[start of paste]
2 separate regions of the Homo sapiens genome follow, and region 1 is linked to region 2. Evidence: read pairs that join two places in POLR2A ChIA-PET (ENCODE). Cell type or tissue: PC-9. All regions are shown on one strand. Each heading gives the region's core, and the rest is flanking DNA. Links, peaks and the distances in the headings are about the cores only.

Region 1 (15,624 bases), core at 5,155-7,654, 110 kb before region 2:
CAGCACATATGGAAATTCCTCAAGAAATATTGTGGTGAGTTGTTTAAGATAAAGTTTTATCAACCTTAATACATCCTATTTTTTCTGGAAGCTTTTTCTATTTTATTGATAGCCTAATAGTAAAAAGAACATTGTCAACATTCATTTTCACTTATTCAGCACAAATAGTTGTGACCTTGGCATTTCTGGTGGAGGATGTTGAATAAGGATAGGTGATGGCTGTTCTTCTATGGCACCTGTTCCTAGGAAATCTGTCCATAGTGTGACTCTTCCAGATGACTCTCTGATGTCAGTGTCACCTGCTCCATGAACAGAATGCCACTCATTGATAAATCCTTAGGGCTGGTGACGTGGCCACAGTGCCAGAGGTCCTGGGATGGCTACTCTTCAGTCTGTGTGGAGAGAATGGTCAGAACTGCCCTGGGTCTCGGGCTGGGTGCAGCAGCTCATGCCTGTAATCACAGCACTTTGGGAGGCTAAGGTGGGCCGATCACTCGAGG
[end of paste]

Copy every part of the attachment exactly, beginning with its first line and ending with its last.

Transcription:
2 separate regions of the Homo sapiens genome follow, and region 1 is linked to region 2. Evidence: read pairs that join two places in POLR2A ChIA-PET (ENCODE). Cell type or tissue: PC-9. All regions are shown on one strand. Each heading gives the region's core, and the rest is flanking DNA. Links, peaks and the distances in the headings are about the cores only.

Region 1 (15,624 bases), core at 5,155-7,654, 110 kb before region 2:
CAGCACATATGGAAATTCCTCAAGAAATATTGTGGTGAGTTGTTTAAGATAAAGTTTTATCAACCTTAATACATCCTATTTTTTCTGGAAGCTTTTTCTATTTTATTGATAGCCTAATAGTAAAAAGAACATTGTCAACATTCATTTTCACTTATTCAGCACAAATAGTTGTGACCTTGGCATTTCTGGTGGAGGATGTTGAATAAGGATAGGTGATGGCTGTTCTTCTATGGCACCTGTTCCTAGGAAATCTGTCCATAGTGTGACTCTTCCAGATGACTCTCTGATGTCAGTGTCACCTGCTCCATGAACAGAATGCCACTCATTGATAAATCCTTAGGGCTGGTGACGTGGCCACAGTGCCAGAGGTCCTGGGATGGCTACTCTTCAGTCTGTGTGGAGAGAATGGTCAGAACTGCCCTGGGTCTCGGGCTGGGTGCAGCAGCTCATGCCTGTAATCACAGCACTTTGGGAGGCTAAGGTGGGCCGATCACTCGAGG